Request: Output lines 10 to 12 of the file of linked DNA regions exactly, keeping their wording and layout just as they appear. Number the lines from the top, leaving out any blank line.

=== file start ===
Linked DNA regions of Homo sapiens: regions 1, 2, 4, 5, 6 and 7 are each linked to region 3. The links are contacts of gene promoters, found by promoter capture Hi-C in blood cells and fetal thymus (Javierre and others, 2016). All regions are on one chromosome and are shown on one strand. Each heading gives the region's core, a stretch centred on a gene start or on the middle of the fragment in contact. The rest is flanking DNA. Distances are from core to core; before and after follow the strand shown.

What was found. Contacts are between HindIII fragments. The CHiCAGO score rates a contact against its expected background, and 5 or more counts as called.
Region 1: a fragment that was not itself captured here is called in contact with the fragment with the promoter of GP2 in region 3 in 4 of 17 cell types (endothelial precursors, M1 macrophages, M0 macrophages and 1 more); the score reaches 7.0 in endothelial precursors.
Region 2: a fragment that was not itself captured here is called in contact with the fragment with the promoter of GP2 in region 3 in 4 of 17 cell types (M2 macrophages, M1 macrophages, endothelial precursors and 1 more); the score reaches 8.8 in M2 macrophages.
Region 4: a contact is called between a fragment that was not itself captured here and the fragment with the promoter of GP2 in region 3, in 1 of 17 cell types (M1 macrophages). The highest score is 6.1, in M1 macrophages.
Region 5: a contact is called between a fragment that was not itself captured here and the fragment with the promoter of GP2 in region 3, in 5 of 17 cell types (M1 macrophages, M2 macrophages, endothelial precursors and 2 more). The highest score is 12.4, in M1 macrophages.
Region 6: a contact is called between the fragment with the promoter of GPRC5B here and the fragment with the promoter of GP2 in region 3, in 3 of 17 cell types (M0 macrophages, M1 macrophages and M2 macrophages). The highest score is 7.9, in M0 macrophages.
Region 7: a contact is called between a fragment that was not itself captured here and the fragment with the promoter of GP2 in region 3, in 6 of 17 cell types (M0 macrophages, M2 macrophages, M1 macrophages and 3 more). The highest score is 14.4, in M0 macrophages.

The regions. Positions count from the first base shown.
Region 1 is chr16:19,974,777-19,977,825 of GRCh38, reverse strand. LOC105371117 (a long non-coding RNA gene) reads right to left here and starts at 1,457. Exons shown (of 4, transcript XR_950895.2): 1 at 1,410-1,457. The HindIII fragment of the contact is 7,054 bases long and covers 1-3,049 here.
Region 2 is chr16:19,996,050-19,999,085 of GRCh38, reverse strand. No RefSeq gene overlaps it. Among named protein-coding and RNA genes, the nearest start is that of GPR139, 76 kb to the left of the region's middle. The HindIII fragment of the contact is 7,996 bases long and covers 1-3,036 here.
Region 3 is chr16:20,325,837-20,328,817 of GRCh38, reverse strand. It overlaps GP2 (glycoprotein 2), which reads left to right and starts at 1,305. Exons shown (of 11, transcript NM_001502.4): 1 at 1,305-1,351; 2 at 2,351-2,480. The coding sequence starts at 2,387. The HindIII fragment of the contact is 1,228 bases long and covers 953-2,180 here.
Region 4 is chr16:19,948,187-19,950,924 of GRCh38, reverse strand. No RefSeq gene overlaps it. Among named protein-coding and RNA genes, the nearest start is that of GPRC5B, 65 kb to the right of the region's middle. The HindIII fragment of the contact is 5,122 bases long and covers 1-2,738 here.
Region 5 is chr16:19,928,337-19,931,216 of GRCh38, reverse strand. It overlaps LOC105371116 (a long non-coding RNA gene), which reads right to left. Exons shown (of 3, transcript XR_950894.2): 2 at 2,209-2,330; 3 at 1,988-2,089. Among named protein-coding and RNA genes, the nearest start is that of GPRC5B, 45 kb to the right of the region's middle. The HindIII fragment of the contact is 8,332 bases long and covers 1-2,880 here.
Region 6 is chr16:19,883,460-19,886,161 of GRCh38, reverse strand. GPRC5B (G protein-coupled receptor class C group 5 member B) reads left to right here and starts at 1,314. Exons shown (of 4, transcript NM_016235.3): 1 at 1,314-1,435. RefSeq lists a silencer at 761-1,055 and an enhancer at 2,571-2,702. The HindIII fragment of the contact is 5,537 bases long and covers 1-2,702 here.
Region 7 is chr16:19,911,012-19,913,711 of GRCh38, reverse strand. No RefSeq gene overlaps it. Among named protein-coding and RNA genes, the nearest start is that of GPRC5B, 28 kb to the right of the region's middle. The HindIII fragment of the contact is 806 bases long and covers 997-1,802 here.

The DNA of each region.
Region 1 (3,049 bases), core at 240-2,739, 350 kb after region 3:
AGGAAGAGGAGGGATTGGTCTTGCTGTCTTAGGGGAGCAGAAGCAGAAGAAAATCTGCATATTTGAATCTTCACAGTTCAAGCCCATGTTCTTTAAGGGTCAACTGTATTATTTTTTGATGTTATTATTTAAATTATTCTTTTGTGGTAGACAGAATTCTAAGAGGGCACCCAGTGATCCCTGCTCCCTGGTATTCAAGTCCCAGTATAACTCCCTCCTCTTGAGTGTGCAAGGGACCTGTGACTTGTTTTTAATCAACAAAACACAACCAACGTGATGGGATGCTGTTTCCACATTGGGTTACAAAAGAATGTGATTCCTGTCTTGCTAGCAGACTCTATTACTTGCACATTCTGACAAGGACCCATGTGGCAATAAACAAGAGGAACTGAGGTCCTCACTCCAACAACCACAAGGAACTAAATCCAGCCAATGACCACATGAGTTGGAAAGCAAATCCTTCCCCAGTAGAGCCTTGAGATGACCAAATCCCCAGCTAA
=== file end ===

Region 1 is chr16:19,974,777-19,977,825 of GRCh38, reverse strand. LOC105371117 (a long non-coding RNA gene) reads right to left here and starts at 1,457. Exons shown (of 4, transcript XR_950895.2): 1 at 1,410-1,457. The HindIII fragment of the contact is 7,054 bases long and covers 1-3,049 here.
Region 2 is chr16:19,996,050-19,999,085 of GRCh38, reverse strand. No RefSeq gene overlaps it. Among named protein-coding and RNA genes, the nearest start is that of GPR139, 76 kb to the left of the region's middle. The HindIII fragment of the contact is 7,996 bases long and covers 1-3,036 here.
Region 3 is chr16:20,325,837-20,328,817 of GRCh38, reverse strand. It overlaps GP2 (glycoprotein 2), which reads left to right and starts at 1,305. Exons shown (of 11, transcript NM_001502.4): 1 at 1,305-1,351; 2 at 2,351-2,480. The coding sequence starts at 2,387. The HindIII fragment of the contact is 1,228 bases long and covers 953-2,180 here.